- These works, which form part of the family’s private collection, shall remain in Santander once the exhibition Joan Miró: Sculptures 1928-1982 comes to an end on 2 September.
- Joan Miró’s family is ceding these works to fulfil the artist’s wish for his large pieces to be in public spaces accessible to all.
The heirs of Joan Miró, represented today in Santander by Joan Punyet Miró, grandson of the artists and figurehead of the Successió Miró, have decided to arrange a temporary five-year renewable cession of four sculptures by the famous artist currently on display as part of the exhibition Joan Miró: Sculptures 1928-1982, which will remain open to the public on the second floor of the Centro Botín until 2 September.
The family of Joan Miró thus fulfils in Santander the artist’s wish to have his larger works displayed in public places and accessible to everyone. This was confirmed at this morning’s press conference by Joan Punyet Miró, who mentioned he was amazed at the popularity of his grandfather’s exhibition at the Centro Botín and the cultural projects planned for the city of Santander, such as the transfer of the Banco Santander art collection to its renovated corporate headquarters on Paseo Pereda or the scheduled opening of the centre associated with the Reina Sofía museum connected with the Lafuente Archive, which has undoubtedly spurred the family on towards this generous gesture.
Also present at this event was the executive director of the Centro Botín, Fátima Sánchez, and the mayor of Santander, Gema Igual, who publicly thanked the heirs of Joan Miró for this invaluable gesture. Sánchez stated she was delighted “because Santander will continue to enjoy, both in the exhibition spaces in the Centro Botín and those in the Pereda, these magnificent works by Joan Miró. A truly generous gesture of the artista`s heirs with this city that once again proves how our staunch support for collaboration between public and private institutions, if well managed, can yield very positive results”.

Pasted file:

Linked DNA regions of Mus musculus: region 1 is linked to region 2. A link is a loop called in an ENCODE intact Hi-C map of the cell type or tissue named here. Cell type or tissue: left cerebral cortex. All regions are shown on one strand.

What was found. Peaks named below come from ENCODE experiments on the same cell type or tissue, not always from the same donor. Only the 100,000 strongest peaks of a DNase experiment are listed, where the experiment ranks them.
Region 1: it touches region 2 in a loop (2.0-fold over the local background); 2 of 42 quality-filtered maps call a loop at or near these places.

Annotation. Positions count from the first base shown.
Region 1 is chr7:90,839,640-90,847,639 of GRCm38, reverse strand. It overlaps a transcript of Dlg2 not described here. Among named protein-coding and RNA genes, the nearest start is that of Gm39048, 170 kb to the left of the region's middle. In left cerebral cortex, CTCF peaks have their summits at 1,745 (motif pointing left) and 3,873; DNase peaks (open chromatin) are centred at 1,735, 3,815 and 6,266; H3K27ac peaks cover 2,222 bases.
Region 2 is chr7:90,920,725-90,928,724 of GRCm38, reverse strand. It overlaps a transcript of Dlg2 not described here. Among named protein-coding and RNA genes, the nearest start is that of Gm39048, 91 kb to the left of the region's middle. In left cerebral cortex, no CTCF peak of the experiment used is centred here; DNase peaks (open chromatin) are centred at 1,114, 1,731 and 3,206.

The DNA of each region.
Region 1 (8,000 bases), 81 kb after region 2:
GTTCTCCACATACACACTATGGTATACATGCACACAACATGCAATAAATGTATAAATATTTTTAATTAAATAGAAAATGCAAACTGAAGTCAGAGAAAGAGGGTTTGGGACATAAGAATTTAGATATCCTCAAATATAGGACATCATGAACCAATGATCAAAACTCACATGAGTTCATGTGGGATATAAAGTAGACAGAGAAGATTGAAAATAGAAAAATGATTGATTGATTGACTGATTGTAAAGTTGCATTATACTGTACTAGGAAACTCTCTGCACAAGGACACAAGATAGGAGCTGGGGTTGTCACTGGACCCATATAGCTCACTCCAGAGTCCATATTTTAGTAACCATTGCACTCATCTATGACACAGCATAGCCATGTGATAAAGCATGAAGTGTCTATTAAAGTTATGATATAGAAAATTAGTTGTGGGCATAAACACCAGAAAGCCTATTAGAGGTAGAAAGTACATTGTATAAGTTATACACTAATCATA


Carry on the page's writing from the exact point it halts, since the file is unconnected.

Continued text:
On her part, the mayor mentioned that the Pereda Gardens are thus becoming a true outdoor museum, with the wells of Cristina Iglesias, the monuments to the fire victims, to José María de Pereda, to Concha Espina… and a veritable cultural epicentre surrounded by first rate cultural, historical and heritage resources, such as the Centro Botín, the MUPAC, the future Reina Sofía affiliated centre, the exhibition area planned by Banco Santander at its main headquarters, the Cathedral, the medieval wall interpretation centre and the Spanish Civil War air-raid shelter.
Three of the ceded works have been made with objets trouvés, one of the artist’s usual practices and a hallmark of his work, whereas the fourth one is one of the many homages paid by Miró to women. Moreover, they all hail from Palma de Mallorca to be relocated, via this cession, in public and busy location, thus fulfilling the artist’s wish to show his works to as many people as possible. Thus, Femme Monument, 1970, and Souvenir de la Tour Eiffel, 1977, are sculptures that the family has ceded to the Centro Botín for display in gallery E on the first floor, that will become an area dedicated to the artist. The first is one of the artist’s first sculptures made in the Fonderia Artística Bonvicini, in Verona, where he created mostly large pieces, with polished and smooth surfaces. The second is a three metre-high work made of objects of no initial artistic value, but which, for Miró, seemed to irradiate a certain magic or positive energy; the poetic freedom so characteristic of Miró prevails in this work, making us momentarily forget its true meaning and origin. On the other hand, Tête (Tête sur socle), 1978, and Femme (Femme debout), 1969, are the monumental works destined for the City Council of Santander for display in the Pereda Gardens.